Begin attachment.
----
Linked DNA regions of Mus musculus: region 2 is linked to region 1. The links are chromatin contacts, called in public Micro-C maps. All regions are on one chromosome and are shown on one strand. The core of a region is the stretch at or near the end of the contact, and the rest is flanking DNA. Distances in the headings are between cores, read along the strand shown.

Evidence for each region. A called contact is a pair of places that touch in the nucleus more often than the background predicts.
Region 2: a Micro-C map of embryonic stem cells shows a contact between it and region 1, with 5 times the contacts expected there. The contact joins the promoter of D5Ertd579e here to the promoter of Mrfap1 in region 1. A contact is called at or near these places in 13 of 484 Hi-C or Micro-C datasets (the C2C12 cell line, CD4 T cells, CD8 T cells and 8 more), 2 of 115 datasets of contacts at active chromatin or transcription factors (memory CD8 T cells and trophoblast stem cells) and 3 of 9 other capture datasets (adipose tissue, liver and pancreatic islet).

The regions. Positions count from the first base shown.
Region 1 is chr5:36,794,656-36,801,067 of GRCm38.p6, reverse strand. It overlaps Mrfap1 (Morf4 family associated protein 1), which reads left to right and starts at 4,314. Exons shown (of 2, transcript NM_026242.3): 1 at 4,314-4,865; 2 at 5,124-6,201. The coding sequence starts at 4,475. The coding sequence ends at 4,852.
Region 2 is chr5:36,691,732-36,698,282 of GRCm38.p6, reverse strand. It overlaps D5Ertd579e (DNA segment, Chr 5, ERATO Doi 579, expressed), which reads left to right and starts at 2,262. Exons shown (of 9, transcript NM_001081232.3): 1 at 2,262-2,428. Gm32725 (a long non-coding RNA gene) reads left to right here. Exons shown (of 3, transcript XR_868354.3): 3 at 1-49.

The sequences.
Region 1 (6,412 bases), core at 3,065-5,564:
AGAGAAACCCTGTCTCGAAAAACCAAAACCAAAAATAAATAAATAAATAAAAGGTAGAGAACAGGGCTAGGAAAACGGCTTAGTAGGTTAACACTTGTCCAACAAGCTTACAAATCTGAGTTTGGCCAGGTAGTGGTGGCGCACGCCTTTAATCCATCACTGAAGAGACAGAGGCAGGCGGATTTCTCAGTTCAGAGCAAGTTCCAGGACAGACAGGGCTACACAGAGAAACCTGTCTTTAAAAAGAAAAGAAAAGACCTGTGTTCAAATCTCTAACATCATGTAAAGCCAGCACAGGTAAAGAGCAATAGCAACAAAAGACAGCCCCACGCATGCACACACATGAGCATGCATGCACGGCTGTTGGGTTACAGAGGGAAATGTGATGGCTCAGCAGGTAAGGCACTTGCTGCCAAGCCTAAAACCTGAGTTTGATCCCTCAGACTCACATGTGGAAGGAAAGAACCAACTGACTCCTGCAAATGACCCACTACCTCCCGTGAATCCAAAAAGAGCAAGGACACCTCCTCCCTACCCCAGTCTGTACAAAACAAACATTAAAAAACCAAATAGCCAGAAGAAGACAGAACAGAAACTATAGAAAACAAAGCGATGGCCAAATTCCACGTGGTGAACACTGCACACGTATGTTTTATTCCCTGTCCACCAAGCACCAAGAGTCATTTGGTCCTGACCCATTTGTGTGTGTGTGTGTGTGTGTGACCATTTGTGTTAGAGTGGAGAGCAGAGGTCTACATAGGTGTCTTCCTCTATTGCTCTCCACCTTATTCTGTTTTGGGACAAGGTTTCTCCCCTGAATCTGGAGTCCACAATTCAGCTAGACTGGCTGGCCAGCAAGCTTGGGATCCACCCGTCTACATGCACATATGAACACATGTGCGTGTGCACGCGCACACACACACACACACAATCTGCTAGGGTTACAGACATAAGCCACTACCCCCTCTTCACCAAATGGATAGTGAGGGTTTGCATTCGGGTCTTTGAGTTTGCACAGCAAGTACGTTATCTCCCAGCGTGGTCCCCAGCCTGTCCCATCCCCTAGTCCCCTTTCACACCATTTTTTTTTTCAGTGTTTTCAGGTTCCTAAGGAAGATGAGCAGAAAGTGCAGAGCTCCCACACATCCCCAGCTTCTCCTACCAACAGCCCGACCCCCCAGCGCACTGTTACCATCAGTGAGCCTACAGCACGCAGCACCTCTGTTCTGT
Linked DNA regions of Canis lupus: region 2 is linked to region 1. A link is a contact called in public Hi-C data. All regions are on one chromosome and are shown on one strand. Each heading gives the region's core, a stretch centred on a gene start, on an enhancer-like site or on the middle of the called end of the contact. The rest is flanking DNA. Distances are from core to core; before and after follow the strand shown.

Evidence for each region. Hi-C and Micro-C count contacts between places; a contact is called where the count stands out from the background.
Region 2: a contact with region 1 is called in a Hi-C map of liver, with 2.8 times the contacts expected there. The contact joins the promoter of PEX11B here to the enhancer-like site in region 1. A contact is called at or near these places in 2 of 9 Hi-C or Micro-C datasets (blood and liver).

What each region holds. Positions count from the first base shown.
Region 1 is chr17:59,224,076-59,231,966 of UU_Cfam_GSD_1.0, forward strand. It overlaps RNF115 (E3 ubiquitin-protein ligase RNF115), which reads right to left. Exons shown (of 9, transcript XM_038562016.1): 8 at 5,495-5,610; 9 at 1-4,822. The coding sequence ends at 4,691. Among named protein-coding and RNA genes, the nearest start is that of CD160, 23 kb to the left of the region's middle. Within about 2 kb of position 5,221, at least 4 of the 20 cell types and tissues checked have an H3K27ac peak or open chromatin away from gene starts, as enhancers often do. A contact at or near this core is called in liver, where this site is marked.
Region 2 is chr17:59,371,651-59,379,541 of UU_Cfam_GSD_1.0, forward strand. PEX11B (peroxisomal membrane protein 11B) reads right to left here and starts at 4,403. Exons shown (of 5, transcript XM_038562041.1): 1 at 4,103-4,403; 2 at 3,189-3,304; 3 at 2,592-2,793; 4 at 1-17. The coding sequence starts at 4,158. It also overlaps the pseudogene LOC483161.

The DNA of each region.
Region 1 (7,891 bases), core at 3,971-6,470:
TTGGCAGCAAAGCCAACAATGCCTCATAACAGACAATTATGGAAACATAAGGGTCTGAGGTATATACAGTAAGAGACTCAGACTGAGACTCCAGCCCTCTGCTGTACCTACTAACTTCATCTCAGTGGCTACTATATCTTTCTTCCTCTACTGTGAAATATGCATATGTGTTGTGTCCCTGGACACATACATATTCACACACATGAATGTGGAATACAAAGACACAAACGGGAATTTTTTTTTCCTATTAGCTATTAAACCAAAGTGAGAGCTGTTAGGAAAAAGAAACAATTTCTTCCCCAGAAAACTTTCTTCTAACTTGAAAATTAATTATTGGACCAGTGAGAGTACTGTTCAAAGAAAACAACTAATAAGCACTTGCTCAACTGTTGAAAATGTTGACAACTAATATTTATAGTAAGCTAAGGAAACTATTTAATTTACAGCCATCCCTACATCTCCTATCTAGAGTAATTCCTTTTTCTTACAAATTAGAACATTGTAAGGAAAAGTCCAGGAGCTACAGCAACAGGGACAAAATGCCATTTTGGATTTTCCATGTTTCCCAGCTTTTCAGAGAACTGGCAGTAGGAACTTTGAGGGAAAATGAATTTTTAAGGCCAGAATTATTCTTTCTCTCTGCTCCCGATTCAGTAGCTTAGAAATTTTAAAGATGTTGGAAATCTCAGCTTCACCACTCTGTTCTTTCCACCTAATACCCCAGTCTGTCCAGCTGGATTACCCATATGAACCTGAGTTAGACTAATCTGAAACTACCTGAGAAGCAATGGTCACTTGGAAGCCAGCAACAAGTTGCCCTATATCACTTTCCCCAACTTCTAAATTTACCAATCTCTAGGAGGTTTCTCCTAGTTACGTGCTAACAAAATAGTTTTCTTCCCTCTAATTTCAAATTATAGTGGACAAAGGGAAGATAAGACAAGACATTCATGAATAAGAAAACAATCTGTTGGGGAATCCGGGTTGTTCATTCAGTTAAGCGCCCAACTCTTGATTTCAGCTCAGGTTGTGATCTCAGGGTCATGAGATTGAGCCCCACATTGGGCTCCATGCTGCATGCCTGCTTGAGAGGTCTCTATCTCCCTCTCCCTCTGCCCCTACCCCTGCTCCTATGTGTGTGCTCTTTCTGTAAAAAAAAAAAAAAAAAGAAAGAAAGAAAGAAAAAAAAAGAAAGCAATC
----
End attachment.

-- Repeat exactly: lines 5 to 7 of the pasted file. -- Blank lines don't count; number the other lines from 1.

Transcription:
Region 1 is chr5:36,794,656-36,801,067 of GRCm38.p6, reverse strand. It overlaps Mrfap1 (Morf4 family associated protein 1), which reads left to right and starts at 4,314. Exons shown (of 2, transcript NM_026242.3): 1 at 4,314-4,865; 2 at 5,124-6,201. The coding sequence starts at 4,475. The coding sequence ends at 4,852.
Region 2 is chr5:36,691,732-36,698,282 of GRCm38.p6, reverse strand. It overlaps D5Ertd579e (DNA segment, Chr 5, ERATO Doi 579, expressed), which reads left to right and starts at 2,262. Exons shown (of 9, transcript NM_001081232.3): 1 at 2,262-2,428. Gm32725 (a long non-coding RNA gene) reads left to right here. Exons shown (of 3, transcript XR_868354.3): 3 at 1-49.

The sequences.